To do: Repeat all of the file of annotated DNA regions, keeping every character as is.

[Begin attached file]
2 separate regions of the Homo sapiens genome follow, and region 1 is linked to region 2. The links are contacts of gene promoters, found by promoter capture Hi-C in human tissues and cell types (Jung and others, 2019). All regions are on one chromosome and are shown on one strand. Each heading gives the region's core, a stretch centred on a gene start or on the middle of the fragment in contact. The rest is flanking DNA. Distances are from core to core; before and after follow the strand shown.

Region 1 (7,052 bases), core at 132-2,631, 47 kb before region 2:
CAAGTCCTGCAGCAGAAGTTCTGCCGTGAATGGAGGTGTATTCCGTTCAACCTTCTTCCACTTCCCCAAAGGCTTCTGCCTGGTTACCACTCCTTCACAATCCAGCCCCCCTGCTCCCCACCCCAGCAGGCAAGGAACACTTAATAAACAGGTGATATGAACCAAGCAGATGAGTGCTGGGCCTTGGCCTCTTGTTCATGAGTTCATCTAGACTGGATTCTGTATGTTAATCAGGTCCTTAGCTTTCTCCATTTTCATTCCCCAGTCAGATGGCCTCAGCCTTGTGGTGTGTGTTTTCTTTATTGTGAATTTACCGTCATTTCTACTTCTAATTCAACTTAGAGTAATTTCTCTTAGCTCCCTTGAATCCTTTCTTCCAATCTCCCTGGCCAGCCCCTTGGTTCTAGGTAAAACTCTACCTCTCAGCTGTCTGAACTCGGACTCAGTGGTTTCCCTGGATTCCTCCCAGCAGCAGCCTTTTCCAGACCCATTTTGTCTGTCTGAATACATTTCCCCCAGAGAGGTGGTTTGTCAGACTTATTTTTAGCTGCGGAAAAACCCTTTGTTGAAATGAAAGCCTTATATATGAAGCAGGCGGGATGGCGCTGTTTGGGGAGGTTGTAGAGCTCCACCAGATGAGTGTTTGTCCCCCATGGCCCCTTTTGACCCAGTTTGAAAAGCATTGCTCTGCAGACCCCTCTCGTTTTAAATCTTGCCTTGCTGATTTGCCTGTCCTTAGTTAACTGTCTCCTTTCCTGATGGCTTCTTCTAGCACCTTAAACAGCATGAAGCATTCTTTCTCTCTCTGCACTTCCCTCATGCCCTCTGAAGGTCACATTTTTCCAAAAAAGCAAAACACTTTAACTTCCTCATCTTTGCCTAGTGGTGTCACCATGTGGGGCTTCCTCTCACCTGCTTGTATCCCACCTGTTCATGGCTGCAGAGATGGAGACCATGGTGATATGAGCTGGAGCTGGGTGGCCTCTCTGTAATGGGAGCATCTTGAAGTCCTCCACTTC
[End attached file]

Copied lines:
2 separate regions of the Homo sapiens genome follow, and region 1 is linked to region 2. The links are contacts of gene promoters, found by promoter capture Hi-C in human tissues and cell types (Jung and others, 2019). All regions are on one chromosome and are shown on one strand. Each heading gives the region's core, a stretch centred on a gene start or on the middle of the fragment in contact. The rest is flanking DNA. Distances are from core to core; before and after follow the strand shown.

Region 1 (7,052 bases), core at 132-2,631, 47 kb before region 2:
CAAGTCCTGCAGCAGAAGTTCTGCCGTGAATGGAGGTGTATTCCGTTCAACCTTCTTCCACTTCCCCAAAGGCTTCTGCCTGGTTACCACTCCTTCACAATCCAGCCCCCCTGCTCCCCACCCCAGCAGGCAAGGAACACTTAATAAACAGGTGATATGAACCAAGCAGATGAGTGCTGGGCCTTGGCCTCTTGTTCATGAGTTCATCTAGACTGGATTCTGTATGTTAATCAGGTCCTTAGCTTTCTCCATTTTCATTCCCCAGTCAGATGGCCTCAGCCTTGTGGTGTGTGTTTTCTTTATTGTGAATTTACCGTCATTTCTACTTCTAATTCAACTTAGAGTAATTTCTCTTAGCTCCCTTGAATCCTTTCTTCCAATCTCCCTGGCCAGCCCCTTGGTTCTAGGTAAAACTCTACCTCTCAGCTGTCTGAACTCGGACTCAGTGGTTTCCCTGGATTCCTCCCAGCAGCAGCCTTTTCCAGACCCATTTTGTCTGTCTGAATACATTTCCCCCAGAGAGGTGGTTTGTCAGACTTATTTTTAGCTGCGGAAAAACCCTTTGTTGAAATGAAAGCCTTATATATGAAGCAGGCGGGATGGCGCTGTTTGGGGAGGTTGTAGAGCTCCACCAGATGAGTGTTTGTCCCCCATGGCCCCTTTTGACCCAGTTTGAAAAGCATTGCTCTGCAGACCCCTCTCGTTTTAAATCTTGCCTTGCTGATTTGCCTGTCCTTAGTTAACTGTCTCCTTTCCTGATGGCTTCTTCTAGCACCTTAAACAGCATGAAGCATTCTTTCTCTCTCTGCACTTCCCTCATGCCCTCTGAAGGTCACATTTTTCCAAAAAAGCAAAACACTTTAACTTCCTCATCTTTGCCTAGTGGTGTCACCATGTGGGGCTTCCTCTCACCTGCTTGTATCCCACCTGTTCATGGCTGCAGAGATGGAGACCATGGTGATATGAGCTGGAGCTGGGTGGCCTCTCTGTAATGGGAGCATCTTGAAGTCCTCCACTTC